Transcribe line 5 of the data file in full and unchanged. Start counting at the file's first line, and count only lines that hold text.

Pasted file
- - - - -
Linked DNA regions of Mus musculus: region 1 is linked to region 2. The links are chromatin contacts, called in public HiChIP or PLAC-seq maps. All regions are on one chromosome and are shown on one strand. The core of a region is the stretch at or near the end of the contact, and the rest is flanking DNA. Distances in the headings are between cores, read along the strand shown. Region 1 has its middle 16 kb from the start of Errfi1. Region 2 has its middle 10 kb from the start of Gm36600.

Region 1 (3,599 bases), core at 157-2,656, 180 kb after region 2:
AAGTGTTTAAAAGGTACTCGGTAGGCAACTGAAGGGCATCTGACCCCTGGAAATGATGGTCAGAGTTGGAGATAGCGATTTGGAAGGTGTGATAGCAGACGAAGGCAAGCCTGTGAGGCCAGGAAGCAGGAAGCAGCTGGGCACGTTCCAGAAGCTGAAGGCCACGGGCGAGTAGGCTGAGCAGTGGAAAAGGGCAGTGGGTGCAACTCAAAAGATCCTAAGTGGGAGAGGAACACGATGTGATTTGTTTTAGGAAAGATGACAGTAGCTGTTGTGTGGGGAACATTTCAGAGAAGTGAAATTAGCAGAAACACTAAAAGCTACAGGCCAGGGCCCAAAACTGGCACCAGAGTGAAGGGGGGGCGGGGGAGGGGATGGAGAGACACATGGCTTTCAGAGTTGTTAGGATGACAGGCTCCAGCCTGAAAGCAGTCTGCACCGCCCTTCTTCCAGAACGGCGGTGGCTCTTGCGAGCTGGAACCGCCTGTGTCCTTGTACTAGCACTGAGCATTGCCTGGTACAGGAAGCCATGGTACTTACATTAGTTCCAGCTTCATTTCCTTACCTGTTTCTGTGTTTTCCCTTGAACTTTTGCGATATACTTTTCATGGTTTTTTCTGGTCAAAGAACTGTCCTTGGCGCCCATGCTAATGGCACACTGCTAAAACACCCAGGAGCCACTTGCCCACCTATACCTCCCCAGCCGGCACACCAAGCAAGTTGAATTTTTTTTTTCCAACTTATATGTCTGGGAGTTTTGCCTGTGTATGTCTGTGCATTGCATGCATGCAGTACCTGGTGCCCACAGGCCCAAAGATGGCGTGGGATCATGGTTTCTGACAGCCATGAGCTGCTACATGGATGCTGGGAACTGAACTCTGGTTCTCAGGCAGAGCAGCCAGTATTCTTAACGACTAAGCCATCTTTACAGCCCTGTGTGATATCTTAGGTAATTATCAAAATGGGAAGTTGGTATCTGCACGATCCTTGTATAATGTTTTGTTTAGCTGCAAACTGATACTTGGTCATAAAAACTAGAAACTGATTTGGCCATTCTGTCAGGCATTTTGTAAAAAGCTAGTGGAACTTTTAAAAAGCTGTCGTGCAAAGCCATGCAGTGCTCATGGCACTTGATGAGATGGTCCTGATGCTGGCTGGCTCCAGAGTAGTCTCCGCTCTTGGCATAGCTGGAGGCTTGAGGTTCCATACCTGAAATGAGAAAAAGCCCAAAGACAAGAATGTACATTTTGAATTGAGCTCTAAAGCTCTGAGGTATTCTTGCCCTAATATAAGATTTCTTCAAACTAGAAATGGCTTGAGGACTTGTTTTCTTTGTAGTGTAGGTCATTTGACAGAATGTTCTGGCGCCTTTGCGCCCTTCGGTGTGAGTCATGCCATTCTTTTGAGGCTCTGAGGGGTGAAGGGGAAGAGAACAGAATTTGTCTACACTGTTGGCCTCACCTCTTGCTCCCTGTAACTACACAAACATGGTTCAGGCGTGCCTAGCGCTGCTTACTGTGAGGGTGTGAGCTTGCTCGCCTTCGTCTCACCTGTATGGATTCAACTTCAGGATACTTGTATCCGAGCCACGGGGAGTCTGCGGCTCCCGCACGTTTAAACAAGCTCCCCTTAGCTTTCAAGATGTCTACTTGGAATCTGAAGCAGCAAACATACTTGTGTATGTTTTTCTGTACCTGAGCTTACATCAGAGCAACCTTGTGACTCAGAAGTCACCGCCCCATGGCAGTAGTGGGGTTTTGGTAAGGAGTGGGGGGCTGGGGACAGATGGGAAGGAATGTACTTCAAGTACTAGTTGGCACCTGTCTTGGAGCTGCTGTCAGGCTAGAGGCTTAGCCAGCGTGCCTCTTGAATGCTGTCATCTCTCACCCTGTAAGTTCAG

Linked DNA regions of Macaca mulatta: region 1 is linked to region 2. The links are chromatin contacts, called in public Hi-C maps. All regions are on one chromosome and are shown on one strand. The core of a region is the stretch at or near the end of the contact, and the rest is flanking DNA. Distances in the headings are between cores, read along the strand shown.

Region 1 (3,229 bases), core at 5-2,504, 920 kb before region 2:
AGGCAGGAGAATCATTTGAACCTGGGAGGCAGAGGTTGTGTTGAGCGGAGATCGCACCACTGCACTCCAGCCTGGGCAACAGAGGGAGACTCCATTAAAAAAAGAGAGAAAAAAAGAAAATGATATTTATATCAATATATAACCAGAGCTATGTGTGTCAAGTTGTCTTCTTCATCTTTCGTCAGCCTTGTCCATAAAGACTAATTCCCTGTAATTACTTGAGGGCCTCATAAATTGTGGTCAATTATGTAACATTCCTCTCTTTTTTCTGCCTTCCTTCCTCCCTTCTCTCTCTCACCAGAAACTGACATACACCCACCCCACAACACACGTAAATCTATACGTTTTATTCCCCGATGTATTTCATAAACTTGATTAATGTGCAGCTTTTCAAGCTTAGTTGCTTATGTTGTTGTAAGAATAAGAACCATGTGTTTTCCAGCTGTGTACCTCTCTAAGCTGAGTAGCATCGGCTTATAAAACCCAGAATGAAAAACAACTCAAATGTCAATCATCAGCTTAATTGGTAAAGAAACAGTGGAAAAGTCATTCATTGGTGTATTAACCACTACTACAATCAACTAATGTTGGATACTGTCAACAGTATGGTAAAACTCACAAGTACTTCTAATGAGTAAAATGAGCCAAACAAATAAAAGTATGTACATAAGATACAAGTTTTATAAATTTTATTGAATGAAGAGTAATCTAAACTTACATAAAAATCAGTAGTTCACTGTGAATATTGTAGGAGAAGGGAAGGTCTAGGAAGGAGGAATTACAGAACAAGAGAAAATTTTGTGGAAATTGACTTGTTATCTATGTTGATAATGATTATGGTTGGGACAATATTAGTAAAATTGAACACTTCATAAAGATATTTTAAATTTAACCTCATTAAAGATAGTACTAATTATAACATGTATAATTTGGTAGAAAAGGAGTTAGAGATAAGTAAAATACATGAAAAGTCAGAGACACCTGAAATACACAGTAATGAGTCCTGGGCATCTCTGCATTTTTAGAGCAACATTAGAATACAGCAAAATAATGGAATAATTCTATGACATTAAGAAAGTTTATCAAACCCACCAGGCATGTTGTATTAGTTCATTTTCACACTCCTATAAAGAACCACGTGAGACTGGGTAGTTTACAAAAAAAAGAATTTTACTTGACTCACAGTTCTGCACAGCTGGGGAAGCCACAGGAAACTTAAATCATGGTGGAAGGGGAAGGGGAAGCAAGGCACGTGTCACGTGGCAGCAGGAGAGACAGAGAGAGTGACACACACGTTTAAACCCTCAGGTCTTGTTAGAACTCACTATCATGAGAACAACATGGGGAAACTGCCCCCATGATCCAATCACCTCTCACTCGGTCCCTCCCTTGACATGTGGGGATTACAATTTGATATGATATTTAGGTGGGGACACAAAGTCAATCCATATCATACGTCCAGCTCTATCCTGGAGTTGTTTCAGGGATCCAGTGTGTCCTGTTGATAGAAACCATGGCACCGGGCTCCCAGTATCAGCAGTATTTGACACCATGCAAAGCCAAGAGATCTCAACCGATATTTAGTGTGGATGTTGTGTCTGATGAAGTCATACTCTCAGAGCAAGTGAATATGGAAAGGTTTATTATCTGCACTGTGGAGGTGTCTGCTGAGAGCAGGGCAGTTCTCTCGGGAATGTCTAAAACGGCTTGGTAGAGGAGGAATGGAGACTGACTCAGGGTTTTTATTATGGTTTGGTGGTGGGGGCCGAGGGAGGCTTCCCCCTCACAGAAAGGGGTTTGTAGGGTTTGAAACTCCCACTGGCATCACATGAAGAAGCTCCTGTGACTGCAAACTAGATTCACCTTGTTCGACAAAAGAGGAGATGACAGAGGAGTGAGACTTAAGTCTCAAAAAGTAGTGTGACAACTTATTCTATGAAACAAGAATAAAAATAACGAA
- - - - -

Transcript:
Region 1 (3,229 bases), core at 5-2,504, 920 kb before region 2: